Tallgrass Prairie National Preserve

The rolling hills are still there, and those few token bison, feeding on that patch of nutritious, deep-rooted big bluestem which is all that remains of the virgin prairie... and right alongside those few bison, the thousands of head of cattle which are shipped into Kansas every spring to be fattened up so that a nation of incorrigible consumers of animal flesh may continue the great historical animal sacrifice ritual which incidentally fills the bodies of the citizenry with all that good stuff that keeps the heart attacks and strokes coming, thus in turn ensuring the continuing success of all those vast medical and pharmaceutical industries which make this nation what it is.
__

BTW It clicks in somewhere in the unlit rear chambers of the cranial noodleroni-unit that the Christopher book made it into the movies, in typically mutated form (well, after all, what would the end of life on this planet be without a few good mutations?). Cornel Wilde directed it for MGM, under the title No Blade of Grass. For plant virus, substitute nuclear fallout. (Six of one & c.) Full film as well as previews available on U-Boats. A bit earlier the Christopher book (well, it turns out Christopher's name was actually Sam Youd) was also mined by Hollywood for another film which might even be a hair more subtle (though when the last defense of civilization against the post-apocalyptic punk-swarms is a gun-toting Frankie Avalon, firing at will from the back of the mobile home... it's ducktail v. ducktail, then... pop-pop-pop, take that, daddy-o!... what hope has the race?)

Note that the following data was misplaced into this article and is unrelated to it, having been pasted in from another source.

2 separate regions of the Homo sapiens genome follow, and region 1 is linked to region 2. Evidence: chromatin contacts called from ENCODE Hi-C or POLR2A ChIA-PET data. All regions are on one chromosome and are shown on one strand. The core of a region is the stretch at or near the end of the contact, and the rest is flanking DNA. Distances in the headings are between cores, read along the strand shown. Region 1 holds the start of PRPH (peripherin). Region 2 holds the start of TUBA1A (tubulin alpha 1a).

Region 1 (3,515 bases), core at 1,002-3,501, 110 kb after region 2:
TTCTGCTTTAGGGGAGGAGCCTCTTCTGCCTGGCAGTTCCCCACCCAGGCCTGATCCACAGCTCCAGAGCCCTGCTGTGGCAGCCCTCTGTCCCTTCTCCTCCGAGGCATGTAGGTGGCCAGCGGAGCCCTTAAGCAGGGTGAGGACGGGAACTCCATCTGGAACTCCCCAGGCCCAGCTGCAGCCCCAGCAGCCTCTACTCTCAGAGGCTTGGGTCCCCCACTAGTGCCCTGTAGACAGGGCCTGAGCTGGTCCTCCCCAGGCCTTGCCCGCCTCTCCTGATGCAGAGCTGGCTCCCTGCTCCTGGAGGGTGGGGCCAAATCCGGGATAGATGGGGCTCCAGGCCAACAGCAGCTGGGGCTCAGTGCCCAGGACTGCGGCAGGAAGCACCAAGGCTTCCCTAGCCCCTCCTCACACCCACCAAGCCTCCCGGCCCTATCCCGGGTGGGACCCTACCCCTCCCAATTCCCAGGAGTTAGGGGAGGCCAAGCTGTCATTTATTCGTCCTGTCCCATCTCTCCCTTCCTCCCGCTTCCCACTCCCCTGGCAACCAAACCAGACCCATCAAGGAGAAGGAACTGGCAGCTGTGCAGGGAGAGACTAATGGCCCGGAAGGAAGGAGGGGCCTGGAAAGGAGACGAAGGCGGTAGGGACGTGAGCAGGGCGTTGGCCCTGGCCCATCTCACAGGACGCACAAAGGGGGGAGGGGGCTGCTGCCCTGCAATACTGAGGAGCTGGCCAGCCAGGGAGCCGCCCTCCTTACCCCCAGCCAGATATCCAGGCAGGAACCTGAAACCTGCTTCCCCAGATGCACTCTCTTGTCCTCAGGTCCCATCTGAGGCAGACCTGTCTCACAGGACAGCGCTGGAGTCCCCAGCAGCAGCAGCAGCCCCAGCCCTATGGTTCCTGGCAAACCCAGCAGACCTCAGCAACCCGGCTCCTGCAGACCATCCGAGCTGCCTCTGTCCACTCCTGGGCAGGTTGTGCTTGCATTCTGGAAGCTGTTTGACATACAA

The latter vehicle stars an extremely agitated Ray Milland, at least. It was called Panic in Year Zero.

But digging up the Christopher, one discovers that, in ye original textogram, the virus which kills off the grasses begins as a mutation in Southeast Asian rice crops and then spreads worldwide -- only is no respecter of grass strains, so kills off the wheat and barley as well as the tall grasses. Thus, no more proper food for ye earthlings, ever, sorry about that.

But wait, isn't that happening already?

Post-apocalyptic famine-dodging may soon become a fine art. Our dwarf czar there in the casa blanca may be forced to call in a drone strike, target-of-opportunity naturally. But which general direction of fire shall we choose, sir -- after all, there are at least four "on the table".

Either that or simply stamp the eagle talon of approval upon that new secret legislation providing for genetically modified human embryos, requiring no food at all and resistant to all strains of virus, including life.

vazambam (Vassilis Zambaras) said...

IN REVERENCE


So sad the long
Grasses, heads bowed
To the whims of the gods of the stock
Market winds.

Marcia said...

Thanks for this posting, Tom. I've always loved your poem "Grasses," and the photos are perfect.

TC said...

Thank you friends, for communalizing this small elegy for the tall grasses.

Reminded of Marvell's Mower to the Glow-Worms:

Ye living lamps, by whose dear light
The nightingale does sit so late,
And studying all the summer night,
Her matchless songs does meditate;

Ye country comets, that portend
No war nor prince’s funeral,
Shining unto no higher end
Than to presage the grass’s fall...